Wednesday, August 03, 2016

KIA Sorento Anti-Theft System Strands Owners

The KIA Sorento's anti-theft system may not stop thieves, but it sure stopped its owners (us) from driving it tonight.

Since we had bought it used we only had one key fob.

Tash calls me from work tonight that her fob is not working and when she opens the door with the key, the car's alarm goes off and the engine will not start.

Never-mind that they keys are specially cut and you can only get them from a dealer. if you've locked your KIA with the Fob and the fob goes off to fobbit heaven, your car will not start with your key.

This is really, really, stupid.

So I drove over to her work and after buying new batteries and opening the fob it appears to be broken inside, so things got progressively worse.

I check online and the manual for a solution and the proposed one of insert key, turn to the "ON" position, wait 30 seconds and try the engine results in nothing, zip, zero, nada -- except the blaring of the alarm followed by no engagement of the starter.

Did I mention this system is really, really, stupid?

So we left the car at work, drove her home in mine and we're going to have to call a KIA dealer in the morning to sort this stupidity out. How fun.

The only upside to this waste of time and frustration? - It turned out the drug store where I bought batteries carries Buffalo Trace, a darn nice bourbon introduced to me by DaddyBear during the Louisville NRAAM. Since I've been unable to find it till tonight I'll call that a win, especially as I sip it while composing this post.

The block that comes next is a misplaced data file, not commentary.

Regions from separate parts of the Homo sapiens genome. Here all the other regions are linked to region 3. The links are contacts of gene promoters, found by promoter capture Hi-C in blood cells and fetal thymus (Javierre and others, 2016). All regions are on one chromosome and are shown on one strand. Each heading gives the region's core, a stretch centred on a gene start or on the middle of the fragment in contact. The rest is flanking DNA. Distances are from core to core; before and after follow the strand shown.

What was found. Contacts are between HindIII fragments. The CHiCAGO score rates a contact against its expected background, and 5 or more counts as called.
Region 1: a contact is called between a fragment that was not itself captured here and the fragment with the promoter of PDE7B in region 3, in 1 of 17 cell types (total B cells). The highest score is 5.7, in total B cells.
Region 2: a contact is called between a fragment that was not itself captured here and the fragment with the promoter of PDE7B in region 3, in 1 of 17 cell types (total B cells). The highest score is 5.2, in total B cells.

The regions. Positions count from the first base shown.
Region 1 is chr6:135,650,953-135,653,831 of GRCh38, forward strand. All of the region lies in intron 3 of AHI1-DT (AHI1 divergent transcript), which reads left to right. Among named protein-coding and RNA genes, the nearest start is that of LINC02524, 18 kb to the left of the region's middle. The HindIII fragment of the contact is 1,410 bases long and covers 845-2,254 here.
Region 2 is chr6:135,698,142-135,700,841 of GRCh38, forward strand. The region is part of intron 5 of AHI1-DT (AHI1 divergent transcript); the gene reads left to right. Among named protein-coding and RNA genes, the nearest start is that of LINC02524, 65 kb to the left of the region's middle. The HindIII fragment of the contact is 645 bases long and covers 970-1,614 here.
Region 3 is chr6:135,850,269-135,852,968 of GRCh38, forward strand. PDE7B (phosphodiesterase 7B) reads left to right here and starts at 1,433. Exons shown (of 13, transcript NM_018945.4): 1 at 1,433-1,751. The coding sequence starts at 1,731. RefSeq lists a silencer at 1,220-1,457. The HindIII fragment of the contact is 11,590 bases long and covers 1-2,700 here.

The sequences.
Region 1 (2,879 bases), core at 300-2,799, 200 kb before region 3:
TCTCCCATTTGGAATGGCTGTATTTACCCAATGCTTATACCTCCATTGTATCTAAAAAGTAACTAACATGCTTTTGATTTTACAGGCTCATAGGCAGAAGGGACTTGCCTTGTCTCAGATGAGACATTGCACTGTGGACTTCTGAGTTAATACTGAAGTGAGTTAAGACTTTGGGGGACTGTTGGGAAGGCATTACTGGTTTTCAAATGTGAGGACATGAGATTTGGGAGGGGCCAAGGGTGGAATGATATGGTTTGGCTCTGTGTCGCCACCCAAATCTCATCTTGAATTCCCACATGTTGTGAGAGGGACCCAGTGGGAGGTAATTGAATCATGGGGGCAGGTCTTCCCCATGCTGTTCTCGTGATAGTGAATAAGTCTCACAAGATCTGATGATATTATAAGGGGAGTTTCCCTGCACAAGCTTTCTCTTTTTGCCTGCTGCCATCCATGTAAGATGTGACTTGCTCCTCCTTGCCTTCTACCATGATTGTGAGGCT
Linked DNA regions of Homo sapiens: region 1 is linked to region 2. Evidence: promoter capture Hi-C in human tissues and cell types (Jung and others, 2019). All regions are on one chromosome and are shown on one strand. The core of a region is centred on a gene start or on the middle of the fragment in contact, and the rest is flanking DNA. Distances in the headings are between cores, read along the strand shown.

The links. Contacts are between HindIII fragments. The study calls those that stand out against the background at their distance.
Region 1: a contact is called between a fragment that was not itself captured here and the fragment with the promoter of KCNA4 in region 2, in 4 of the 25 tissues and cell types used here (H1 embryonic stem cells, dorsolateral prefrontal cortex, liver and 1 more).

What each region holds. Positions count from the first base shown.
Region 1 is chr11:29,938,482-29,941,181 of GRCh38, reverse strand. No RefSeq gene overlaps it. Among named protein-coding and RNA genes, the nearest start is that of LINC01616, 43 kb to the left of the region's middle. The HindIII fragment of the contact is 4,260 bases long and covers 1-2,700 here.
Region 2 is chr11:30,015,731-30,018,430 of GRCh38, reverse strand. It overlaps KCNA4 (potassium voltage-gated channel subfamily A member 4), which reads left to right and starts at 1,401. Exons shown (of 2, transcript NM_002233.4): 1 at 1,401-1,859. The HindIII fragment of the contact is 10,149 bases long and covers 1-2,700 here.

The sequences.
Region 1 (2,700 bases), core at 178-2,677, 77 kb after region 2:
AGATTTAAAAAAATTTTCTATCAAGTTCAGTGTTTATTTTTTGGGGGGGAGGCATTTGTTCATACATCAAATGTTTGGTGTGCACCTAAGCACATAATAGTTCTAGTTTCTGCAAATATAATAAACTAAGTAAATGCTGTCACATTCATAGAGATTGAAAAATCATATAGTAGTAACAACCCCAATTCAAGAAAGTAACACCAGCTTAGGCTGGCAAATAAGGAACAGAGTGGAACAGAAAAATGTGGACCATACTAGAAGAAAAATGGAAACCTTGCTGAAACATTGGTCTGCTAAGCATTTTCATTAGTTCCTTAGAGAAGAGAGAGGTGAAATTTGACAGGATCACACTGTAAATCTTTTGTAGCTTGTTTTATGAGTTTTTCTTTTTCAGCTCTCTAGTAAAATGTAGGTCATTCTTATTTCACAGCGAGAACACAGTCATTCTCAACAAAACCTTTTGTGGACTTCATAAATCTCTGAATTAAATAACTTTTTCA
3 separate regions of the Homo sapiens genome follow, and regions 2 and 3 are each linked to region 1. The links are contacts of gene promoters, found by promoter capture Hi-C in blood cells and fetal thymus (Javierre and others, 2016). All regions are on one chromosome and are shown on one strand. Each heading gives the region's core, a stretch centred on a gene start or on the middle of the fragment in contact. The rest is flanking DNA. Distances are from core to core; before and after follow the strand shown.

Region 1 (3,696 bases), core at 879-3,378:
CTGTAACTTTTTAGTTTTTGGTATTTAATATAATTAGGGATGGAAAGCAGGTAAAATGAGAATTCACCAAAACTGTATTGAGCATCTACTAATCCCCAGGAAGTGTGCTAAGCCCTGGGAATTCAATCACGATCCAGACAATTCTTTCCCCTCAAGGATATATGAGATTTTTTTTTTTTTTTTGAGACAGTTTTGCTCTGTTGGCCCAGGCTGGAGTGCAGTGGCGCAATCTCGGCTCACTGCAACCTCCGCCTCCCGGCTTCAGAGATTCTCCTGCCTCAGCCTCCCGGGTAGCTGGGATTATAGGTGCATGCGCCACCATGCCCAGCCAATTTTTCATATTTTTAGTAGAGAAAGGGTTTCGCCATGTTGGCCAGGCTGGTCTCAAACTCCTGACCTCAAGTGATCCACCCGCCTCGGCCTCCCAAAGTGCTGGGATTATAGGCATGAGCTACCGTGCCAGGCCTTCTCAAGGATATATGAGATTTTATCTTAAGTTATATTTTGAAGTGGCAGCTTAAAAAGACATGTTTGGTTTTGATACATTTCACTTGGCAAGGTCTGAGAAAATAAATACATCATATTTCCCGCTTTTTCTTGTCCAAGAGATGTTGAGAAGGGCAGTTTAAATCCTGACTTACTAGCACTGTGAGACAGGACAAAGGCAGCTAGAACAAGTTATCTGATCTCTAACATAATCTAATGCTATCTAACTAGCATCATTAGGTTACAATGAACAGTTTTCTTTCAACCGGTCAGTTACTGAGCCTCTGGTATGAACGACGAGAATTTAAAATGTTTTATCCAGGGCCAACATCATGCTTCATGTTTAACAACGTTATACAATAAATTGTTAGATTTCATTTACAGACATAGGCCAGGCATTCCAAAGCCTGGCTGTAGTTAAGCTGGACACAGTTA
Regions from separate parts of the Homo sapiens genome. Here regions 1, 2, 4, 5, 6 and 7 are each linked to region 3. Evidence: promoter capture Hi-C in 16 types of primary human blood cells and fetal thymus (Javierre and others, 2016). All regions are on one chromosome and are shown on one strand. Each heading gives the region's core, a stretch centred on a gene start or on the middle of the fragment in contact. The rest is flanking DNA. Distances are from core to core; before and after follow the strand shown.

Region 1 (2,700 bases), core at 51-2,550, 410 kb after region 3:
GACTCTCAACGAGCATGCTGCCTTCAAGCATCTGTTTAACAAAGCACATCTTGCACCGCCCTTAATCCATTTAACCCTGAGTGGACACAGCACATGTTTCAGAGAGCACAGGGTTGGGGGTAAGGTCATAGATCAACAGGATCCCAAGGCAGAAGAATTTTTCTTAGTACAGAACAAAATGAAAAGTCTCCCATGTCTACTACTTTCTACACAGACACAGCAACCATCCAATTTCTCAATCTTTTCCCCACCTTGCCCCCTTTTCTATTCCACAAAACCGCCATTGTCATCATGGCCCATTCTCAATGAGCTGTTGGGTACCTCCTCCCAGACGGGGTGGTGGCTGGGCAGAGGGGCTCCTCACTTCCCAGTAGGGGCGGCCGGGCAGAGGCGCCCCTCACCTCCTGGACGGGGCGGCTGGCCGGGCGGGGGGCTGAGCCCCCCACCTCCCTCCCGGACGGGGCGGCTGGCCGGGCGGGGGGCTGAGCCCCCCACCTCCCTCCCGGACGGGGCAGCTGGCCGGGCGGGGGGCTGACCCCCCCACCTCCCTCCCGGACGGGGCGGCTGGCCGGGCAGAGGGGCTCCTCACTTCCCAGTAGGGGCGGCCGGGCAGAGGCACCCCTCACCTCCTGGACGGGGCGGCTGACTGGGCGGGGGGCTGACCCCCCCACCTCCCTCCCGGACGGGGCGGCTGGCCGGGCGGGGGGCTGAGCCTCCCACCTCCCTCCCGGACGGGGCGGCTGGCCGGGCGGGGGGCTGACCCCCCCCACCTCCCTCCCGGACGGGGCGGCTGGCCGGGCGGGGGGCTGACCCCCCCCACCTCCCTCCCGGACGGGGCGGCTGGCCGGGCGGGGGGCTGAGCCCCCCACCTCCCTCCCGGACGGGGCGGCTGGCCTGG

4 comments:

drjim said...

Unless the dealer knows some "back doors", that's going to be an expensive repair.

Tow to dealer...

New fob, probably a couple of hundred $$...

Program the new fob and car to "pair" with each other...

When I bought my 2006 Grand Cherokee I was told that "you can only buy keys at the dealer".

Not so. Look on the fob for the FCC ID number, and then search Amazon and eBay for matching key fobs.

Any good locksmith shop should be able to cut you a key from the blank.

Aaron said...

drjim: You've got that right. It's being towed to the dealer now as we speak.

Thanks for the heads up on the fobs ($28 on Amazon vs $75 at the dealer), we've got good keys, its the fob and security lockout system that is the issue.

The only drawback to getting the fob online is that while we'll save a lot compared to buying a replacement from Amazon, apparently on this model only the dealer can program it to match the car and I'm sure the programming charge will make up for the savings.

drjim said...

Interesting.

My Jeep was supposed to have 'dealer only' programming, but I found how to do it online.

The bad thing was the method REQUIRED you to have a good, fully operational key fob, so that the car could be put into programming mode, and then learn the ID associated with the new key fob.

If your original key fob has somehow failed, I suppose a trip to the dealer is the only way to get it functional again.

Frit Bat said...

A kia? No comment. Not touching that one.
leaperman